Every page explained a concept, and at the bottom would be something like:

x = 4
y = x + 3
What is the value of y?

3.  goto page 72
4.  goto page 24
7.  goto page 34


Page 34 is where the porn is, that's the rule.
 
2021-01-18 12:25:11 PM  

Hospitaller: Ken S.: Unscratchable_Itch: I learned to program on TRS-80s at school and on my TI-99/4A at home. Was that wrong? Should I not have done that? I tell you, I gotta plead ignorance on this thing, because if anyone had said anything to me at all when I first started that that sort of thing is frowned upon... you know, people did that all the time.

I learned to program on an HP-41C.

RPN for the win.  We used them for Radar Evaluation work in the Air Force.  We had one or two equations that required 4 or 5 memory strips each.  When the first laptops started surfacing, I started moving the equations into basic and then into spreadsheets.  It was good practice and led to the downfall of our squadron's mainframe computer.


I hope that's just the movie's working title and you can come up with something better before the box office release. 😂
 
2021-01-18 1:10:32 PM  

LarrySouth: Old as dirt.

1971- programming in COBOL for ICL System 4/50. Coding on sheets, sheets sent to punch card operators, punch cards verified by a card to printer run, usually to a TTY terminal.  Rinse, repeat.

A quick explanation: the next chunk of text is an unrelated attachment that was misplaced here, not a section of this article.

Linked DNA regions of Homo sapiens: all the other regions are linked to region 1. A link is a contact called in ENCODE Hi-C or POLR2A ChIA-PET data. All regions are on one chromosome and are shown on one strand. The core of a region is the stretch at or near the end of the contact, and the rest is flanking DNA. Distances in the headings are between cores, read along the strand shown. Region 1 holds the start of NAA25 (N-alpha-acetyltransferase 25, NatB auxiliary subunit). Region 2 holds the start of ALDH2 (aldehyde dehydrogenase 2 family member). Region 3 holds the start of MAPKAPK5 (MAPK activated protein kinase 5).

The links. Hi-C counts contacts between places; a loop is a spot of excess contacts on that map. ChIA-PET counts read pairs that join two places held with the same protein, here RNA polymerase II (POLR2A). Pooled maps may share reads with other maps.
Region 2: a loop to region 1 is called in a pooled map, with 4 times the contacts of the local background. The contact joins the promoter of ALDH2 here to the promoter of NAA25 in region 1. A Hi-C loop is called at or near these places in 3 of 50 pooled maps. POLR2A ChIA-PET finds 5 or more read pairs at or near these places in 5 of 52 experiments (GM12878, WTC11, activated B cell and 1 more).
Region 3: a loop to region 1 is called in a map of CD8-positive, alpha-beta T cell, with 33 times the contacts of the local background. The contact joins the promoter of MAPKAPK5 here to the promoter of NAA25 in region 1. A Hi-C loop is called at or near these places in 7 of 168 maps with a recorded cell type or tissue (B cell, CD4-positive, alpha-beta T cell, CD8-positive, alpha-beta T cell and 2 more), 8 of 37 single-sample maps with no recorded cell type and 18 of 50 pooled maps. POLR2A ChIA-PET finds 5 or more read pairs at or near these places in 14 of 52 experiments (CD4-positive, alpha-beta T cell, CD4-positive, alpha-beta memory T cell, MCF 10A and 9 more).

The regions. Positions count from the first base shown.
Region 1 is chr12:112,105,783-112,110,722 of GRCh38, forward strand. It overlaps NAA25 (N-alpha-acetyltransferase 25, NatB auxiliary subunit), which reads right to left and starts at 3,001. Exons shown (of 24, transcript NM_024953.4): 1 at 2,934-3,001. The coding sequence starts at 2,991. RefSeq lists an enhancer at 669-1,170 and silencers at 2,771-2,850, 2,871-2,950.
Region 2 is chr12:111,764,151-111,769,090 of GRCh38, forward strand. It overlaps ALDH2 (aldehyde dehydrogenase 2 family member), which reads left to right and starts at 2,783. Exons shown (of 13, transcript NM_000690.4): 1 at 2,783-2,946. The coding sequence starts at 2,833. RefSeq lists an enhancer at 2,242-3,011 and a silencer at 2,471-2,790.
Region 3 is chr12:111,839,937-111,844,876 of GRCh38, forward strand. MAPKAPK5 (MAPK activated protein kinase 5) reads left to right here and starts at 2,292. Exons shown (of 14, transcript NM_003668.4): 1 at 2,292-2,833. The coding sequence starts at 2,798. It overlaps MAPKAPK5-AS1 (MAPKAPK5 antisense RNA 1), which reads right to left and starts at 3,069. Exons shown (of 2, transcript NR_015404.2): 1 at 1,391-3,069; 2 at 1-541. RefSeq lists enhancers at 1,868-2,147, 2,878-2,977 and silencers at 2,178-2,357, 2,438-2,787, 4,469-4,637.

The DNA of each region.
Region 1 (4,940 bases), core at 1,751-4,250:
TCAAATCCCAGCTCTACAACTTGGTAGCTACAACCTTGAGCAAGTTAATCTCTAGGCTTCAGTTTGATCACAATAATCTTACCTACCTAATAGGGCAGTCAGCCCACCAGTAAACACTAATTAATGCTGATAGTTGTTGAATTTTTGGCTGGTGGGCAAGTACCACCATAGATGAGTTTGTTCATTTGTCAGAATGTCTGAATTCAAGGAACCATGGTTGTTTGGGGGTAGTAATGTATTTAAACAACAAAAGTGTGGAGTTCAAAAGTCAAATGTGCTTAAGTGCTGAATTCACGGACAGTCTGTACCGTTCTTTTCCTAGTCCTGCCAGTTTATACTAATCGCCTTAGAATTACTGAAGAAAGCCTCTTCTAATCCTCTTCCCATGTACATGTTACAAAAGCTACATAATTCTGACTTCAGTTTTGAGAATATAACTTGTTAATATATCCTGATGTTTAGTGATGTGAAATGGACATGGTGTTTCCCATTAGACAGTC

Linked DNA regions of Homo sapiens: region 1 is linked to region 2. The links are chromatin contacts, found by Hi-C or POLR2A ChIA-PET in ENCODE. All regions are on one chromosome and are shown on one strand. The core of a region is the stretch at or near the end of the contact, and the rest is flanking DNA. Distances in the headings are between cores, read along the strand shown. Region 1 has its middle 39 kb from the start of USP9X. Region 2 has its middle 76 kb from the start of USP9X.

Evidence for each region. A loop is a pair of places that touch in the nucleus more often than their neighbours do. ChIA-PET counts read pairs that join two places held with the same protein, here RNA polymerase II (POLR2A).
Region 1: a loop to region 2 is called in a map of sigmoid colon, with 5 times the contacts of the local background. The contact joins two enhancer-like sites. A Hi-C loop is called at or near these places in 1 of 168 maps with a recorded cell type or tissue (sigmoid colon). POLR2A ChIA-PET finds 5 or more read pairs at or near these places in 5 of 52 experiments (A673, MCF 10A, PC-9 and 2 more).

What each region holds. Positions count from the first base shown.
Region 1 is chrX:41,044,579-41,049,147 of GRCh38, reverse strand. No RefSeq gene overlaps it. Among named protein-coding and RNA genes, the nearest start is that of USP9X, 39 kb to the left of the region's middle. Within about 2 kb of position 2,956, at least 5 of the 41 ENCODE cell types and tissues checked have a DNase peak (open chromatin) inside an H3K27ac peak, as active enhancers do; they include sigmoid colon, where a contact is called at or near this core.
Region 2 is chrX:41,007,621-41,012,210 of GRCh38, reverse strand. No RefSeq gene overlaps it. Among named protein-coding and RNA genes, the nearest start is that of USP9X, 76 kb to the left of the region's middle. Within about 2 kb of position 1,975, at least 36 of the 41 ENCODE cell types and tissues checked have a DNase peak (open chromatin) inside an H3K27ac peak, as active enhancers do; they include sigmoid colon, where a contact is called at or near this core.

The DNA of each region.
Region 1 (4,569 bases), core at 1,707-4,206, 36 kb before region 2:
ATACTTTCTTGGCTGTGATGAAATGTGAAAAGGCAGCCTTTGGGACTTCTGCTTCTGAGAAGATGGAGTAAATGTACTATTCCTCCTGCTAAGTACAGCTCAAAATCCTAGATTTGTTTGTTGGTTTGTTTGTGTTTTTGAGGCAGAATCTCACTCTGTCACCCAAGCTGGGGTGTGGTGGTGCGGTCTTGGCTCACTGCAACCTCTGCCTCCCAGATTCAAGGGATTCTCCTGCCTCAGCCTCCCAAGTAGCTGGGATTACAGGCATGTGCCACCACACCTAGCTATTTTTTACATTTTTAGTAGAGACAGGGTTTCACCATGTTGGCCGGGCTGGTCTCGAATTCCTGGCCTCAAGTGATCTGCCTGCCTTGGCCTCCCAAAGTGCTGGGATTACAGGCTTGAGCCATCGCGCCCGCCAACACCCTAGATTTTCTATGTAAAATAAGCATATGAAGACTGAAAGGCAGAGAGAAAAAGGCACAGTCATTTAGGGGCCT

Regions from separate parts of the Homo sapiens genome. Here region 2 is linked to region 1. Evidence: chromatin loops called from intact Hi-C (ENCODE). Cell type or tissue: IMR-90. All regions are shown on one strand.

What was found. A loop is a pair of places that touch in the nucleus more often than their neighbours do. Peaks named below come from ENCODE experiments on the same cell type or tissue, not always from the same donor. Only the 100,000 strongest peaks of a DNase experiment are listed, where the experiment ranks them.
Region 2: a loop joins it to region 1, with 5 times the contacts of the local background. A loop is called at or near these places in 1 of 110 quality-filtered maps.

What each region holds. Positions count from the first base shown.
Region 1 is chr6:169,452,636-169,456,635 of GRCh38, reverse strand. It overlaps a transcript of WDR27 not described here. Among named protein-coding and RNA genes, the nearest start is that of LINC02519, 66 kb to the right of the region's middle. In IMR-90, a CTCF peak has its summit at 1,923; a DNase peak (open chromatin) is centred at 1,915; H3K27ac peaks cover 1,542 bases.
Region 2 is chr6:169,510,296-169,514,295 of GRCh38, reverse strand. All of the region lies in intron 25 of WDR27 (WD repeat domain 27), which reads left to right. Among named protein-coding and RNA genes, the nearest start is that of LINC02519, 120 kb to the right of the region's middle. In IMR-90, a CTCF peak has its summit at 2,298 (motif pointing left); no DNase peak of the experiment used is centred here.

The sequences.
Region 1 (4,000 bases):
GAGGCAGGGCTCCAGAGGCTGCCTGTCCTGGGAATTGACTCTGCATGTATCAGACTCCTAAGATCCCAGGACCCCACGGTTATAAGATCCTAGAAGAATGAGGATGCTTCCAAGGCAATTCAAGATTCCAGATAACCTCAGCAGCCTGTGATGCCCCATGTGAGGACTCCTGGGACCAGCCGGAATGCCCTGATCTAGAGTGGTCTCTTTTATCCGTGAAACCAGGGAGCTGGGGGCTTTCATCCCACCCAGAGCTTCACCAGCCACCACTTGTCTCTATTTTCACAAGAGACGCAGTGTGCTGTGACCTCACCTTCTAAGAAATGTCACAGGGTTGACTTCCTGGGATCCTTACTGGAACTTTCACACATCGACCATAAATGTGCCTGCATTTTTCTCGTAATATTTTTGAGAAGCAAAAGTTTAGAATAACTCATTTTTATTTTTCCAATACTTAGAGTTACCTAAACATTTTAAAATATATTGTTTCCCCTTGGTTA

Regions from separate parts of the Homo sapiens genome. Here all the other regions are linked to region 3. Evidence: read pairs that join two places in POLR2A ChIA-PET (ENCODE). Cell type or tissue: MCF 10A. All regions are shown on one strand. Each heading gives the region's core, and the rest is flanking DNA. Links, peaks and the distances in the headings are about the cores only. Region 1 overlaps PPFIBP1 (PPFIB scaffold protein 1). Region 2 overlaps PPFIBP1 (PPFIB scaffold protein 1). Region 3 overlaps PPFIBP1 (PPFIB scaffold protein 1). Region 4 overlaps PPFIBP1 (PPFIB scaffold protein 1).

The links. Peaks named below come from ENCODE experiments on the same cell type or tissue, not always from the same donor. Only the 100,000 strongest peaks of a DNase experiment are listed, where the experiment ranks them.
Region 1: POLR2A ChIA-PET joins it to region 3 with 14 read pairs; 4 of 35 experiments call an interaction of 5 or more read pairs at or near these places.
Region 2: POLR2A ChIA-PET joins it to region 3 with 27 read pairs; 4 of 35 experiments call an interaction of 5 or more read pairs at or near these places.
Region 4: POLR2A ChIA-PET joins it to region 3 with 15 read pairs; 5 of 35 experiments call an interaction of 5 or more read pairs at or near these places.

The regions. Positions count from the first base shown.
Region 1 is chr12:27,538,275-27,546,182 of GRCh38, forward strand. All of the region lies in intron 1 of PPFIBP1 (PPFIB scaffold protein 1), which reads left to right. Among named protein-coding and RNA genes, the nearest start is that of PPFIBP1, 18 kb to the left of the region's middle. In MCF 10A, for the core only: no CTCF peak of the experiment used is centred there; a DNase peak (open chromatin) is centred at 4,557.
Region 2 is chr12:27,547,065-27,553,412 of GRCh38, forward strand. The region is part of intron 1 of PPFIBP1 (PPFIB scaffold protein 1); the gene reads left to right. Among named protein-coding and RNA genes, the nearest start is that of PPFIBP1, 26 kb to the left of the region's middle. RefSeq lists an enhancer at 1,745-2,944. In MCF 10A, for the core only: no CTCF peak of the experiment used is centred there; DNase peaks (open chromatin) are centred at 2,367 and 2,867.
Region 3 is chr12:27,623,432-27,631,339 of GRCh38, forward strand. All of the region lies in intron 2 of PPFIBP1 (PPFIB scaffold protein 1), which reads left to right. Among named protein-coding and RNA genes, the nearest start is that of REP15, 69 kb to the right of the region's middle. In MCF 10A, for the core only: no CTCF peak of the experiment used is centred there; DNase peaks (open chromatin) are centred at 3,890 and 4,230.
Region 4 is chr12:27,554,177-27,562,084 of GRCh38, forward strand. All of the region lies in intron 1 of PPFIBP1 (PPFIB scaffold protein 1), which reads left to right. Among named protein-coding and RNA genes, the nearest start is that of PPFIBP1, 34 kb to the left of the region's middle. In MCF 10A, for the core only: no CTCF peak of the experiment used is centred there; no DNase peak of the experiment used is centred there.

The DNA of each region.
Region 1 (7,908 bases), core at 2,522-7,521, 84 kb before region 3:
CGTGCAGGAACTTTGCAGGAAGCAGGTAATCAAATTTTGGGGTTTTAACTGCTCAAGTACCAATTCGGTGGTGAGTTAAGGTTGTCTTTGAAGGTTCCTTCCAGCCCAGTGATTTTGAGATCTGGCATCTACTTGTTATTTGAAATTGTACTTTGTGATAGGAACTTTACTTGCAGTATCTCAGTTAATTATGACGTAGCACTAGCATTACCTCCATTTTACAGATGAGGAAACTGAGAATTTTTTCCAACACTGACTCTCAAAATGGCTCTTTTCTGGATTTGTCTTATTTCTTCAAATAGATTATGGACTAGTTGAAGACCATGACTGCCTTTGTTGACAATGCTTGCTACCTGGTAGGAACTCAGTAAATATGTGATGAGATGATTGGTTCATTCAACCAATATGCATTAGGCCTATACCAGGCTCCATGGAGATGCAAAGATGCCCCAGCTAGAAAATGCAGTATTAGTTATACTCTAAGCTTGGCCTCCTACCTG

Then cards topped and tailed with JCL cards, batched, uploaded to tape. Tape job verified/corrected.

Book overnight compilation run, because day shift is for actual production. Run compilation, get error report. Go back to step 1 as required.

All this meant you were working on several different projects in parallel, and not necessarily in sequence within project. Fun times.

Also, some things required Fortran modules, and other bits ( like merging tape and disc records) might be done in assembler language.

All this and mismanaging a new and ultimately unsuccessful marriage made being a grunt look a simpler life...


Uh, fark that shiat!
 
2021-01-18 1:57:40 PM  

turboke: Hospitaller: Ken S.: Unscratchable_Itch: I learned to program on TRS-80s at school and on my TI-99/4A at home. Was that wrong? Should I not have done that? I tell you, I gotta plead ignorance on this thing, because if anyone had said anything to me at all when I first started that that sort of thing is frowned upon... you know, people did that all the time.